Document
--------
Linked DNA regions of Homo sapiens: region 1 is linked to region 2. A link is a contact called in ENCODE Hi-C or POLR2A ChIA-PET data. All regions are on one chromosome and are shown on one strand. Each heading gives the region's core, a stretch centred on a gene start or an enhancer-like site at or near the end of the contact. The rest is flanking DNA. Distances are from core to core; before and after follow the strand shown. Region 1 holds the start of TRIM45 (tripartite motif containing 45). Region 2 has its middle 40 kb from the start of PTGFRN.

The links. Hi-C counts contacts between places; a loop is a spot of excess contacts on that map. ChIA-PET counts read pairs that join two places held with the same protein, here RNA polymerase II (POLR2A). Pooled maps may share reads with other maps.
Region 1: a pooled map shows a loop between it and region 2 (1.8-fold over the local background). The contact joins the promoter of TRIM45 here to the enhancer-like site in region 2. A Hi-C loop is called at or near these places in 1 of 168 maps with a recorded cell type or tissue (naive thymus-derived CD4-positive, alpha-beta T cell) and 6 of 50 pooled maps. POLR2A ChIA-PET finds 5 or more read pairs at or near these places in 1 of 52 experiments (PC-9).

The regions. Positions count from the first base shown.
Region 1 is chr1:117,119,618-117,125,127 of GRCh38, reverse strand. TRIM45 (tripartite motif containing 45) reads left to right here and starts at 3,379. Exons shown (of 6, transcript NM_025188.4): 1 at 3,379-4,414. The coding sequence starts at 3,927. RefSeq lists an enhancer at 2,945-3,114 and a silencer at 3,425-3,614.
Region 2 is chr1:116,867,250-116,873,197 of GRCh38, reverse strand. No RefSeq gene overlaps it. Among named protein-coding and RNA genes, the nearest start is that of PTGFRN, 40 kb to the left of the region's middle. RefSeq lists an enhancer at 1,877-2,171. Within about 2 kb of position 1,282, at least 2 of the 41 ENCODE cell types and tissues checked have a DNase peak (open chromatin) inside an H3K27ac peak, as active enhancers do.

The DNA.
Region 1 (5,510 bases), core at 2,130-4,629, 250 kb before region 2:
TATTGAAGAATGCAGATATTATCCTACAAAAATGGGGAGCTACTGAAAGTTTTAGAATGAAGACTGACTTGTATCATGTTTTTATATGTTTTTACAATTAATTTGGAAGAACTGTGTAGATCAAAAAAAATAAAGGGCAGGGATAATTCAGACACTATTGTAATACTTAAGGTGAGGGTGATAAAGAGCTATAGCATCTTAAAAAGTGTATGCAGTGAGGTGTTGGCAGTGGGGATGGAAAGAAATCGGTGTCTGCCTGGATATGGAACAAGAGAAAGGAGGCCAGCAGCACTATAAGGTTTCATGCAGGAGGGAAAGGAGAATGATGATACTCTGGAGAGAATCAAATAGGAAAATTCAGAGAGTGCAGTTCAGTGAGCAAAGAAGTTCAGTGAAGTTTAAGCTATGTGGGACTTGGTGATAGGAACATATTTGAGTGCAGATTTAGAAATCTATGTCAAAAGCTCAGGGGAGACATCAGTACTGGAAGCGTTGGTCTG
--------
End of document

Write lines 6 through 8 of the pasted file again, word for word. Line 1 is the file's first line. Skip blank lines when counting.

Region 2 is chr1:116,867,250-116,873,197 of GRCh38, reverse strand. No RefSeq gene overlaps it. Among named protein-coding and RNA genes, the nearest start is that of PTGFRN, 40 kb to the left of the region's middle. RefSeq lists an enhancer at 1,877-2,171. Within about 2 kb of position 1,282, at least 2 of the 41 ENCODE cell types and tissues checked have a DNase peak (open chromatin) inside an H3K27ac peak, as active enhancers do.

The DNA.
Region 1 (5,510 bases), core at 2,130-4,629, 250 kb before region 2: